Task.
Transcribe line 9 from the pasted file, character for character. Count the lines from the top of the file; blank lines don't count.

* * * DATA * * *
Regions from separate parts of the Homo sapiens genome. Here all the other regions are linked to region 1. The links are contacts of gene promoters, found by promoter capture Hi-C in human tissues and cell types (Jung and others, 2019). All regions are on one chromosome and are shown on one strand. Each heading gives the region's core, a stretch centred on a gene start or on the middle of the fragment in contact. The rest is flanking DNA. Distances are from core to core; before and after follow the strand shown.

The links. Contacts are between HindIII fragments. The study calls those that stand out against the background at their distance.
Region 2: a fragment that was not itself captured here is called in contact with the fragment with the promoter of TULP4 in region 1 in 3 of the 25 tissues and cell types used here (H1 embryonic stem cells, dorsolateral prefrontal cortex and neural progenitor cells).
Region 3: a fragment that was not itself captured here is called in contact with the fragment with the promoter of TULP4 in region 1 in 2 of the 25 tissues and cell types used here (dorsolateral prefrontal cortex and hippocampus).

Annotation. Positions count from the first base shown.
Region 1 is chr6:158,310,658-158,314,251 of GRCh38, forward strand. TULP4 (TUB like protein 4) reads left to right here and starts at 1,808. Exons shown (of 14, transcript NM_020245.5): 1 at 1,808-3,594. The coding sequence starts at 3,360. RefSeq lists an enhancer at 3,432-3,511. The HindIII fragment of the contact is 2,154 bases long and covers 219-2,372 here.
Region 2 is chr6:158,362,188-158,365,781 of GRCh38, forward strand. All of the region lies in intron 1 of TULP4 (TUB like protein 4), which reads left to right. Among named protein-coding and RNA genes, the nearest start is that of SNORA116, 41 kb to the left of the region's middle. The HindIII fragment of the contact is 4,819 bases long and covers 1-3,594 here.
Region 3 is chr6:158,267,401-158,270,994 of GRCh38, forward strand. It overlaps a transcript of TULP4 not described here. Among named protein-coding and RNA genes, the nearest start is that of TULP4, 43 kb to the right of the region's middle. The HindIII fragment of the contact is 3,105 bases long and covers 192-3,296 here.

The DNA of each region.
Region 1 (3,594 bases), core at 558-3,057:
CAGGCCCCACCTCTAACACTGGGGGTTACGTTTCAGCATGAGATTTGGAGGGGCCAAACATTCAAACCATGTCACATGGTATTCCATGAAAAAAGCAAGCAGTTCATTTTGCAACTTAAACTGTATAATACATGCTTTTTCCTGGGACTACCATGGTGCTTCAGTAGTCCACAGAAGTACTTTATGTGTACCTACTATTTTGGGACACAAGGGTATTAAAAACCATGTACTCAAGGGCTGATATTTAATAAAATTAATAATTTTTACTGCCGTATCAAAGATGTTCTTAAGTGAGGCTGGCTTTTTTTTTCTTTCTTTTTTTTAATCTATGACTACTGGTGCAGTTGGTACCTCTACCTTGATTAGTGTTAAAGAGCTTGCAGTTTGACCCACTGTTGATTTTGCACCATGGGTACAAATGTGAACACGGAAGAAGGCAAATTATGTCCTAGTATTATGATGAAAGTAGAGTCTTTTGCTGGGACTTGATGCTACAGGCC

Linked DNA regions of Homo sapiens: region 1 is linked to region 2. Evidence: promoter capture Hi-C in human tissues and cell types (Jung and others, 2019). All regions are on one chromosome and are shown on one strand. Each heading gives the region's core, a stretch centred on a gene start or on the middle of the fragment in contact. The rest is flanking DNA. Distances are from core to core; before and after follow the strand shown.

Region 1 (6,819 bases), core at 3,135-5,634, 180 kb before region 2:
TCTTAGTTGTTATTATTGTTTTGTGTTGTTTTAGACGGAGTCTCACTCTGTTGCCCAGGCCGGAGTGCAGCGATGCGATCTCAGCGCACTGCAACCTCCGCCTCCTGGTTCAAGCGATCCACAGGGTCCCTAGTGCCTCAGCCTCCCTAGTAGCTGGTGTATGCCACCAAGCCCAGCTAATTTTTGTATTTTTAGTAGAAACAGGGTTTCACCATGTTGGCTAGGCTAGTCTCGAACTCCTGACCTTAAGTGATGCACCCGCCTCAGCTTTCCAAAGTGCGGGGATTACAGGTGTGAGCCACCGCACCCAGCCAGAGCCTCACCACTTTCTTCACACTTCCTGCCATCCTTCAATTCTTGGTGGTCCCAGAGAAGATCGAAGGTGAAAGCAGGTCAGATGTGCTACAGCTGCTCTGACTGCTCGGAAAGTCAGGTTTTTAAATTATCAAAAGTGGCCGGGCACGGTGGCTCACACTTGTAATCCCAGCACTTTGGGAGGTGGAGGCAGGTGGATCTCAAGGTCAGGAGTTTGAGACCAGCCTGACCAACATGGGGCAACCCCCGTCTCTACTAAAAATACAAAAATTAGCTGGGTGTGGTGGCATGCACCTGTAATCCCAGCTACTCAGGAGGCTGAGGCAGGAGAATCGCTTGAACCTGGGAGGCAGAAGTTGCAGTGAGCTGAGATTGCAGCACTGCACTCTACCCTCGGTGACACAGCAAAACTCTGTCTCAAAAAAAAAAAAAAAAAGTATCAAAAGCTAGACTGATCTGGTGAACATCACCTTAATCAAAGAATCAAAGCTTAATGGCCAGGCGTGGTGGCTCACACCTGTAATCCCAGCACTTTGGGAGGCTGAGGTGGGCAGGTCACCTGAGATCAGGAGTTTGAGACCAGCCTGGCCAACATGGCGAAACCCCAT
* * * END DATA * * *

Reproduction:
The DNA of each region.